I have not done much except work recently, but fortunately, friends are being more creative. Vickie has done a beautiful, educational, fascinating series about bluebirds. Robin has done a couple of very entertaining stories about the Schwarzenegger flail (the May 17 post is particularly good). Far ends of the spectrum in terms of topic, but both of these ladies are exceptionally good writers, and I hope you'll follow the links in Reference Links below. Carolyn writes her ... hive of silvery bees blog from my home state of South Dakota - few words, but wonderful photos with perfect captions. I particularly enjoyed her post about the Native American ceremony held prior to high school graduation. And Wayne continues to photograph and document our Brevard County wildflowers.

So far so good with Endeavour - we'll look forward to the sonic booms announcing her arrival home May 31. Brevard County has been designated as her permanent home, which will make it doubly special.

Reference Links:
Lovebugs
Vickie Henderson Art
Robin Chapman News
..a Hive of Silvery Bees
Space Coast Wildflowers

Monday, May 16, 2011

Liftoff!

Like many, I watched the launch on TV, then raced outdoors to see what I could see from 40 miles south of the Cape. It was a picture-perfect day, a picture-perfect launch, and so far so good. Space shuttle Endeavour and its crew of six astronauts are headed for space, ready to begin their 16-day mission to the International Space Station.

I went to the http://www.nasa.gov/ site to see if they had any launch pix posted yet - they didn't, but on their home page, there was an excellent photo of the Mississippi River flooding taken from the Space Station. http://www.nasa.gov/mission_pages/station/multimedia/gallery/index.html

Monday, April 18, 2011

The Tax Man Cometh


Photo by Jim Angy, but I rescued the turtle in 2009.

Wednesday, March 9, 2011

Welcome Home, Discovery

Right before noon today, welcome sonic booms signaled the return of the Shuttle Discovery to Kennedy Space Center. Touchdown was a few minutes later. This was the 39th and final voyage of Discovery. Follow the Reference Link below for an excellent story of the personal ties KSC personnel have to the shuttle program.

Reference Link:

Saturday, February 26, 2011

Rest in peace, Miss Kitty

I adopted Miss Kitty just one short year ago; she was a ten-year old cat that needed a home, and I really needed a cat, although I didn't know it at the time. It took a couple of months before she started to smile, but from then on, she was one happy cat and a wonderful friend. She and Sugar (my Italian Greyhound) apparently had an agreement - no interaction, but no disagreements. Sugar goes upstairs to bed about 7:00, and Miss Kitty would then spend the rest of the evening trying to herd me to the recliner to watch television so she could sit on my lap. Another favorite place to lounge was the pass-through between the kitchen and the dining/living room - she could watch everything from one spot.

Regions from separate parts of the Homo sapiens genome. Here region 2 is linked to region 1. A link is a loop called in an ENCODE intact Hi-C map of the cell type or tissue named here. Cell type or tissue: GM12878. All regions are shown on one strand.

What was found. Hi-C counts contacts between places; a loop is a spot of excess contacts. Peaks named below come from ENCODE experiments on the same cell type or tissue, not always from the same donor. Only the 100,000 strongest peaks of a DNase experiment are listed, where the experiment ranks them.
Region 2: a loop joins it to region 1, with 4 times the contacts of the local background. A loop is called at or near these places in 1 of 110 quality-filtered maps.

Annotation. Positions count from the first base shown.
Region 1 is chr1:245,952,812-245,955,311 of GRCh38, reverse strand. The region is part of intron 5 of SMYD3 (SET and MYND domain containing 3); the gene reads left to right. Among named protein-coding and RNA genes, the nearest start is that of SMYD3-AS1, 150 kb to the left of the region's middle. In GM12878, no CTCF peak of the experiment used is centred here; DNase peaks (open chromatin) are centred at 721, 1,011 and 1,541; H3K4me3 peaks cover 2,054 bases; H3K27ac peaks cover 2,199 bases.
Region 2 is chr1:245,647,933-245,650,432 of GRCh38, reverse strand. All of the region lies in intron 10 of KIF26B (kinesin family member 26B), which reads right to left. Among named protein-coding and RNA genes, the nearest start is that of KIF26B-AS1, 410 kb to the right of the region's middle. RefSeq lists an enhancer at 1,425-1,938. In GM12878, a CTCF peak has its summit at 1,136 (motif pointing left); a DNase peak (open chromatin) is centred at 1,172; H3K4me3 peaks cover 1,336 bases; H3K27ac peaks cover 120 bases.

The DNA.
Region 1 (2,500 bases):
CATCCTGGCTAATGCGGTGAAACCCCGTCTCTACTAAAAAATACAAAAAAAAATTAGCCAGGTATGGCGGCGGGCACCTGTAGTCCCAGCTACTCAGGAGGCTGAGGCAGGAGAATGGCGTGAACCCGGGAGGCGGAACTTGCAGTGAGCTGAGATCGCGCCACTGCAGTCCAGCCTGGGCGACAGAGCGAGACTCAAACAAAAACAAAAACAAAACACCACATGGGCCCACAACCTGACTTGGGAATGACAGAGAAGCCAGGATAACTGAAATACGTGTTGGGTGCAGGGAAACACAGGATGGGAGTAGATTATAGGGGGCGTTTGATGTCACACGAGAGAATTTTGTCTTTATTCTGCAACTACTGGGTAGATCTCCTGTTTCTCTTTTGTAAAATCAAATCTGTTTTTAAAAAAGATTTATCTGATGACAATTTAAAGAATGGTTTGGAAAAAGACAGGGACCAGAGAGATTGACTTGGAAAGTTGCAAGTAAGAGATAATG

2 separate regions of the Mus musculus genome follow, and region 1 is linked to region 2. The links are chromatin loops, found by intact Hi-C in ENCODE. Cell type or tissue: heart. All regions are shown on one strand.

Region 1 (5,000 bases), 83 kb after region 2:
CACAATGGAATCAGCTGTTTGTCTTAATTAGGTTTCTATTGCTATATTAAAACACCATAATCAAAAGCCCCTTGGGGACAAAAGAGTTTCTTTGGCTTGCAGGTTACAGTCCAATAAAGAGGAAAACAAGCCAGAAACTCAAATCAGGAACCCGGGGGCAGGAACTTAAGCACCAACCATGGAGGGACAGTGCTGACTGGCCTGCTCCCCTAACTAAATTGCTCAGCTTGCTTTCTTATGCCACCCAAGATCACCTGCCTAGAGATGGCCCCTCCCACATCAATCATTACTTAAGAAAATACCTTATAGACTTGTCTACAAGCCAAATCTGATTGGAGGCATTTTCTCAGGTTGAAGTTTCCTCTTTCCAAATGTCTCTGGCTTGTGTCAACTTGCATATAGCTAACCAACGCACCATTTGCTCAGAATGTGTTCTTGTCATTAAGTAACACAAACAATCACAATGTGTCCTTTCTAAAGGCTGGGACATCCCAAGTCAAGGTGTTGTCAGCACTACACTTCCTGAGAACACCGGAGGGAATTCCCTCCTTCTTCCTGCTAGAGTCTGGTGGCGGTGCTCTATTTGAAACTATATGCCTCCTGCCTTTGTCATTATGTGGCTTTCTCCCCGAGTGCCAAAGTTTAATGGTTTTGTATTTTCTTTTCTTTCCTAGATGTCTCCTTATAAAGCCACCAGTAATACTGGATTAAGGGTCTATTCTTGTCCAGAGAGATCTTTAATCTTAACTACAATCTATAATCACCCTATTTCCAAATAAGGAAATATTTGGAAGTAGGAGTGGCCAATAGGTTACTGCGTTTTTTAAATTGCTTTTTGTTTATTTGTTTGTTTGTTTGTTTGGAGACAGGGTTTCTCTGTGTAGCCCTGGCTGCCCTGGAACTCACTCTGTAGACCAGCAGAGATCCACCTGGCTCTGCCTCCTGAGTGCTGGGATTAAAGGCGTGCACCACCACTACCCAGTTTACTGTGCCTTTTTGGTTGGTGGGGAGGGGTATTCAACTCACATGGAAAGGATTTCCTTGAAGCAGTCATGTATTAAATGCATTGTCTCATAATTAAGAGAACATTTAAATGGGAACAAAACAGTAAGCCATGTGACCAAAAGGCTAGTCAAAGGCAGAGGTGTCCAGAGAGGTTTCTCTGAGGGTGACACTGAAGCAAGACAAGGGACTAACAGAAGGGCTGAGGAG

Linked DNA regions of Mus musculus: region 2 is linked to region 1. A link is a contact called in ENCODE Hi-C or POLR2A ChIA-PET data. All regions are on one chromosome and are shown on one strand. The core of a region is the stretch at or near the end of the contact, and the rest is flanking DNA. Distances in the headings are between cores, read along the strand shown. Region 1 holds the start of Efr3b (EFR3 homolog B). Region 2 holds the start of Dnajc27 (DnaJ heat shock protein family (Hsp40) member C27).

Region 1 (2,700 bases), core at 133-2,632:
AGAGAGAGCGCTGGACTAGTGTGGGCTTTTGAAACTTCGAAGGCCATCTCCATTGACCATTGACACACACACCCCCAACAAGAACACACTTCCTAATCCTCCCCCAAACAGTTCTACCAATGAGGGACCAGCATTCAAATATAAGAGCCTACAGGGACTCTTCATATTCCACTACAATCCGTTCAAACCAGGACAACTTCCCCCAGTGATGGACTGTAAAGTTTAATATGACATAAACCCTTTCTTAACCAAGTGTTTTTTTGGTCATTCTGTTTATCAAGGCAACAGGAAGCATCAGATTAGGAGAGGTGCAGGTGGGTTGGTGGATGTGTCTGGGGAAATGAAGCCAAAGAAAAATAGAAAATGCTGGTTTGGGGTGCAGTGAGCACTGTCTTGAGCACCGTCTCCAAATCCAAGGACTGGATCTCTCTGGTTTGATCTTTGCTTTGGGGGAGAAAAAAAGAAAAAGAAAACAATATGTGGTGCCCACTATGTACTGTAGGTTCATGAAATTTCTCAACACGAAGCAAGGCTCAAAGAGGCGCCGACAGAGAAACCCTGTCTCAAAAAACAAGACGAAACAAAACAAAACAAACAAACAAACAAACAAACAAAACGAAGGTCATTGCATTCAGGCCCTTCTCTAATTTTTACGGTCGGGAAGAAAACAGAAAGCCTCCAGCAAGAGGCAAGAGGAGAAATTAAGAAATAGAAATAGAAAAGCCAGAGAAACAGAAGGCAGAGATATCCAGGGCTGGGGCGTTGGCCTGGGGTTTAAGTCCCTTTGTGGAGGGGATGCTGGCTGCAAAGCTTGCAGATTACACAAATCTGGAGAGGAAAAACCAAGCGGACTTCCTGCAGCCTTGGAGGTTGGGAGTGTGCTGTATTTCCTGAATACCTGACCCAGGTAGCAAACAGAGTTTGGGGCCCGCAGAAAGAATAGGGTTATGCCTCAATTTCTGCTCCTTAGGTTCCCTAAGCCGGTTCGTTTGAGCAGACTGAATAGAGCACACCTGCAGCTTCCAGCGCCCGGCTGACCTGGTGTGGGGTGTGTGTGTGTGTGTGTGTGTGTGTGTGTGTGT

When she stopped eating and drinking nine days ago, I hoped it was just a bad tooth or something, but x-rays, blood work, and a sonogram revealed an egg-sized tumor in her intestine that had finally taken over. Surgery was unlikely to help, and her health and quality of life had deteriorated significantly, so she was euthanized on Wednesday. She'll be cremated and join her predecessors in the Safari Room/Mausoleum. Today I packed away litter box, food, afghan, and heated mat. But I've left the indention on the couch cushion where she loved to sleep. I'll vacuum up the cat hair and fluff up the cushion some day. Just not now.

Thursday, February 24, 2011

Safe Journey, Discovery

27 years old, its 39th (and last) liftoff, Discovery leapt off the pad like a youngster, headed for the International Space Station with six astronauts and one robonaut aboard. (Photo courtesy of NASA)

As the Orlando Sentinel noted, The launch marks the beginning of the end of the space-shuttle program, 30 years after NASA began launching reusable, do-all spaceships into orbit to do everything from launching satellites to building the space station itself. After Endeavour in April and Atlantis – now set for June – NASA will have no manned-space rocket for the first time in 60 years.

There is, of course, much sadness associated with these final flights, but at least for today, let's just salute the greatness of the program and the thousands of people that have participated in it.

Monday, January 31, 2011

Up to my eyeballs in alligators!

(Photo by Matt MacQueen)

I'm hopelessly behind in my blog posting - computer problems (fixed, thank goodness), and up to my eyeballs in alligators at work (it's an old aerospace saying - when you're up to your eyeballs in alligators, it's hard to remember that your objective is to drain the swamp).
Meanwhile, there's some good news on the critter front. Vickie reports from Tennessee that there will be no sandhill crane hunting for two years, pending further studies (see Reference Links below for the complete story). Vickie has waged a tireless battle for years on behalf of whooping cranes and now the sandhill cranes. If you have not wandered through her blog to look at her art, greeting cards, gourd art, etc - DO!
More good critter news - the right whale I wrote of in the previous post was successfully untangled. (In answer to Kelly's question, it is a Right Whale, not a Wright Whale - whalers thought they were the "right" ones to hunt. Kelly likes alliteration :)
Not such good news is the cold weather impact on the manatees and sea turtles. And from my perspective, the news out of Gatorland that they are adding a zip line is a bummer.